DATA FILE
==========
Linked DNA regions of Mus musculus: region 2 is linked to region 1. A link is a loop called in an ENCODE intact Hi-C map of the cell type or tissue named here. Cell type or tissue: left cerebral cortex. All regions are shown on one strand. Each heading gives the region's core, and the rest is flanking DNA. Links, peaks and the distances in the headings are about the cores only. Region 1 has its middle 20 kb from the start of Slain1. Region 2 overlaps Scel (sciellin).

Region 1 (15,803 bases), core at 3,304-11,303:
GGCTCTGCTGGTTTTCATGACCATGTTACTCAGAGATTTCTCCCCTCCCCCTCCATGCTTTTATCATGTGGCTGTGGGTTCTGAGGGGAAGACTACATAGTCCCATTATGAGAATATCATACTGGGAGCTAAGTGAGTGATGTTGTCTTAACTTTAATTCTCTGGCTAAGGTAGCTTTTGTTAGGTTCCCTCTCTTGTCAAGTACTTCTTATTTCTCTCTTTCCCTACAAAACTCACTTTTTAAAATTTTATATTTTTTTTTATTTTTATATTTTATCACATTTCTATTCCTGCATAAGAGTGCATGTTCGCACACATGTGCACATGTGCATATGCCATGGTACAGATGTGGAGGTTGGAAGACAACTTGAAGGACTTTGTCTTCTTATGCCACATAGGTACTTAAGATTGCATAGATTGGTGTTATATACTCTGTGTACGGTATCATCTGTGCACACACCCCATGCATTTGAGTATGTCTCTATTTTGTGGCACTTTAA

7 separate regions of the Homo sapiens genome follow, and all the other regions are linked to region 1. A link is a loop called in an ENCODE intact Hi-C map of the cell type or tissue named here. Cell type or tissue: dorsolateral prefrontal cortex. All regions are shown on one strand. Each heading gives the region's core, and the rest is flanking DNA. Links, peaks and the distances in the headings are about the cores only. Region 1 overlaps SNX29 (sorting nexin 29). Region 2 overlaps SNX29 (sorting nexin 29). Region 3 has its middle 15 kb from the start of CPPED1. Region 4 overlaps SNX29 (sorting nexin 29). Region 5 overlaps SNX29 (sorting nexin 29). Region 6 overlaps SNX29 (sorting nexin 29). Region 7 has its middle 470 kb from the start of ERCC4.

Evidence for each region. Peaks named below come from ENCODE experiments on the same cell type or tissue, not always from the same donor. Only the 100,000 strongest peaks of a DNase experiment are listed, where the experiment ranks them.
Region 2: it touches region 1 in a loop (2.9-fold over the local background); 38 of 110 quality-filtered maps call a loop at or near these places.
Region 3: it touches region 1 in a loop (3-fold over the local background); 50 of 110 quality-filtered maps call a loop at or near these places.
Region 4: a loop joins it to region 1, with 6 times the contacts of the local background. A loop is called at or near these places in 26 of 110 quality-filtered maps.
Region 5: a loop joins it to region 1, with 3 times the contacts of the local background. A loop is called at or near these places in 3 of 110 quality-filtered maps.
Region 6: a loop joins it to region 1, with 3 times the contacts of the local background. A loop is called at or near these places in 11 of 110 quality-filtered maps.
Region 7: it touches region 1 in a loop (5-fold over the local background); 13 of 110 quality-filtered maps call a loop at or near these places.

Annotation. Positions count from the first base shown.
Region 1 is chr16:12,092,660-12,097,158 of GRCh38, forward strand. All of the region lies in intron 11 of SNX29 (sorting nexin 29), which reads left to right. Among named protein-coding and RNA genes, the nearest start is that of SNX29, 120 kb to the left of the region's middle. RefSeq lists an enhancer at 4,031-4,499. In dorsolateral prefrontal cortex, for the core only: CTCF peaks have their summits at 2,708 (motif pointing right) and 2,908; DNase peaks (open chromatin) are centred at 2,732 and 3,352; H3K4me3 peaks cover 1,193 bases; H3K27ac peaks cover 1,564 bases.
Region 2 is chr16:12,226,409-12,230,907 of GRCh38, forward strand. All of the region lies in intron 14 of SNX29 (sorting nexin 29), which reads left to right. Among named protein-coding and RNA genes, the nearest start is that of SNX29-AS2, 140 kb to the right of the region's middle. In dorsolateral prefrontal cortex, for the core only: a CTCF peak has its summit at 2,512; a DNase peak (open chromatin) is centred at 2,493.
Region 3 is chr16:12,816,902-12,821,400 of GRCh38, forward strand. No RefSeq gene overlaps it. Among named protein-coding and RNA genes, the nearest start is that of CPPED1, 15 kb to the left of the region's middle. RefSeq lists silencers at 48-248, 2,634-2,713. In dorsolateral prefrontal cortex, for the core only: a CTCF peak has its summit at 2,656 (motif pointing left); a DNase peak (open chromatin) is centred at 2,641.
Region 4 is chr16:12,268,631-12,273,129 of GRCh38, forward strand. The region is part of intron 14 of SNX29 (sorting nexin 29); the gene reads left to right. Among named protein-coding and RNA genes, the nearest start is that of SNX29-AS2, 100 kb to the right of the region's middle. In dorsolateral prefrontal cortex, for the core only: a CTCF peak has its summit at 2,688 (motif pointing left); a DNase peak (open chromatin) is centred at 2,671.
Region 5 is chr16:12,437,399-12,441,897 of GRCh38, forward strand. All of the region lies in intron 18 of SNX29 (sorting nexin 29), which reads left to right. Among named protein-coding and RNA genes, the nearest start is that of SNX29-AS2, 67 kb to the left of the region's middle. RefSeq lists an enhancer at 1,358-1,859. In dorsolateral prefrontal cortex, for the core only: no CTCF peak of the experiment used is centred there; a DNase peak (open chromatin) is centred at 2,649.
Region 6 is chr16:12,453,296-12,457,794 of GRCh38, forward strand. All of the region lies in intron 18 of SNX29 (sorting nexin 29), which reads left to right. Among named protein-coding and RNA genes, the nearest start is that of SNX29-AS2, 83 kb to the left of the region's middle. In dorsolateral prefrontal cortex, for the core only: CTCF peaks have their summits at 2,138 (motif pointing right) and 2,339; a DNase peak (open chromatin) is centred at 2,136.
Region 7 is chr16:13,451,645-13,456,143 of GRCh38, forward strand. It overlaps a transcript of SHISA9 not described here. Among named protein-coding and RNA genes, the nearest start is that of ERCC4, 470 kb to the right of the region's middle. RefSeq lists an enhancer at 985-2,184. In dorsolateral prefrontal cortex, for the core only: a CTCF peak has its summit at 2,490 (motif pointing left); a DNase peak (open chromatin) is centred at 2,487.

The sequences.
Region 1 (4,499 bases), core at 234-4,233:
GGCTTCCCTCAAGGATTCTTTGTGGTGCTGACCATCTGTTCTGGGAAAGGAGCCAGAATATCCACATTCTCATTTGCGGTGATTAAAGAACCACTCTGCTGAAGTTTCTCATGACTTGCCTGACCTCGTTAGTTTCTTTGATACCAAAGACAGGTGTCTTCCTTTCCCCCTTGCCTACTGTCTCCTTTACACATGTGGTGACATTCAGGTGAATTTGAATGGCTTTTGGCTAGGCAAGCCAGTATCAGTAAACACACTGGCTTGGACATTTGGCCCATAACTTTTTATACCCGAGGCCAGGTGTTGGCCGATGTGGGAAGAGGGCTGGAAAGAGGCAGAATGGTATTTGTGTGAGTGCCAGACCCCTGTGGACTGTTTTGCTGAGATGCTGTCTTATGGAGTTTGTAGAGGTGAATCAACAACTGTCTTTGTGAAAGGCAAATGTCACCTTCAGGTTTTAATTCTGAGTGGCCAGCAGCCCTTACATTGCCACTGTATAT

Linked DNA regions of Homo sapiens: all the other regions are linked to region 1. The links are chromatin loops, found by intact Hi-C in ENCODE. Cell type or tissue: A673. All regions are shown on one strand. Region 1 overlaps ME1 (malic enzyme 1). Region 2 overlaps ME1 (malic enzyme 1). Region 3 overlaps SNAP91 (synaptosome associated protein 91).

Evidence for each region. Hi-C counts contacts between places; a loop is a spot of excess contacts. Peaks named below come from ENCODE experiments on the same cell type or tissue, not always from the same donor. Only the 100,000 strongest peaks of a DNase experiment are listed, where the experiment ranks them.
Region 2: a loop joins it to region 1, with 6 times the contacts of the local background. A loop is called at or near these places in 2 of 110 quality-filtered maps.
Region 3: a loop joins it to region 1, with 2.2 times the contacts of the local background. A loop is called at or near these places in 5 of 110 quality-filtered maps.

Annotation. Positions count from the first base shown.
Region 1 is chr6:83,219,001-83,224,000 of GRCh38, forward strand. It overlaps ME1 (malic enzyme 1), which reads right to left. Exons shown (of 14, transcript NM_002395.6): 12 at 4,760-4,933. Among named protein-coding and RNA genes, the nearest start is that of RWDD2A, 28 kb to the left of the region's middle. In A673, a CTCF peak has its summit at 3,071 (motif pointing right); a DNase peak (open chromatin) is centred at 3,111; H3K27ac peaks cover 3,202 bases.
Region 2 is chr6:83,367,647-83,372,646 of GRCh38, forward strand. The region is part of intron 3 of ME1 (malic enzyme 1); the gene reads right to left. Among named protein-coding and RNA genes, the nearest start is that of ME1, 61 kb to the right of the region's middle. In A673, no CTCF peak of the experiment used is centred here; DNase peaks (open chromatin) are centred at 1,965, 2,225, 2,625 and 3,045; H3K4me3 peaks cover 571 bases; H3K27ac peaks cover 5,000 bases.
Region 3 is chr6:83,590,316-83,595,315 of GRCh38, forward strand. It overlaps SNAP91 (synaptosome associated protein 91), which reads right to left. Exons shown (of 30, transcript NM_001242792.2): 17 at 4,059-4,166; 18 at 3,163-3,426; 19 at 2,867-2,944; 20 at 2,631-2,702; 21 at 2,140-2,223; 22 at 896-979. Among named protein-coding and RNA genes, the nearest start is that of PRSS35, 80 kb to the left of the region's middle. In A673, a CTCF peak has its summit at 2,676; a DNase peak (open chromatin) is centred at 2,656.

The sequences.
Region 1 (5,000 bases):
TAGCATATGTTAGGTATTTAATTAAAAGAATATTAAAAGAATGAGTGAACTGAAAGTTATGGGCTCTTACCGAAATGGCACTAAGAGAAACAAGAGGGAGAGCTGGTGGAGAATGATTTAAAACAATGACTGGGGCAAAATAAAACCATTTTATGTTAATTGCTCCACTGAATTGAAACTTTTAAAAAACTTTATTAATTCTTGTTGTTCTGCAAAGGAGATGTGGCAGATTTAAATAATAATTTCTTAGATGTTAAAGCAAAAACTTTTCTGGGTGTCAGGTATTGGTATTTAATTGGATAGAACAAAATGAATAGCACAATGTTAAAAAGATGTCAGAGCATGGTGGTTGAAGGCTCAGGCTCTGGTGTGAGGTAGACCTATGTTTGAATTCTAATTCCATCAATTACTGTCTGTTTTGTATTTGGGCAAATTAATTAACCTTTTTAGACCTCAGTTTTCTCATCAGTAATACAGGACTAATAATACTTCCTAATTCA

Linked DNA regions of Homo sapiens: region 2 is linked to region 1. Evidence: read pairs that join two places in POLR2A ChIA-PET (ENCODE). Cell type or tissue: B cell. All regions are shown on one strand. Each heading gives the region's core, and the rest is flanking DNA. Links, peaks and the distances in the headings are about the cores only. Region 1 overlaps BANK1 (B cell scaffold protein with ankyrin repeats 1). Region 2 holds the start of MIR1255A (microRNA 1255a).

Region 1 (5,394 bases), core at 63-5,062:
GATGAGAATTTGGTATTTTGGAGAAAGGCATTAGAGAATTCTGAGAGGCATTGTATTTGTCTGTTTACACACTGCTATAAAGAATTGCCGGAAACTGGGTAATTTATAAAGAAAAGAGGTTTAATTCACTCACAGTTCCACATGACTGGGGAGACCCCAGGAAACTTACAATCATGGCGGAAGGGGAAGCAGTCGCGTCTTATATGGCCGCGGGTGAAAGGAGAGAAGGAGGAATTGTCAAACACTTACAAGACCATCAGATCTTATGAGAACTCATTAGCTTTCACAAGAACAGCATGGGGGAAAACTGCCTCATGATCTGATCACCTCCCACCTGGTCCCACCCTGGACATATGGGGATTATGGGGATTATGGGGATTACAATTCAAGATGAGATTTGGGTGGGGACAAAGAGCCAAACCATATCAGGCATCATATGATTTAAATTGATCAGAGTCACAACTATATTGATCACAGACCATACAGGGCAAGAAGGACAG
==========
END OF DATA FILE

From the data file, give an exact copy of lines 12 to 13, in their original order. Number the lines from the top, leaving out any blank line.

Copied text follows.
Annotation. Positions count from the first base shown.
Region 1 is chr16:12,092,660-12,097,158 of GRCh38, forward strand. All of the region lies in intron 11 of SNX29 (sorting nexin 29), which reads left to right. Among named protein-coding and RNA genes, the nearest start is that of SNX29, 120 kb to the left of the region's middle. RefSeq lists an enhancer at 4,031-4,499. In dorsolateral prefrontal cortex, for the core only: CTCF peaks have their summits at 2,708 (motif pointing right) and 2,908; DNase peaks (open chromatin) are centred at 2,732 and 3,352; H3K4me3 peaks cover 1,193 bases; H3K27ac peaks cover 1,564 bases.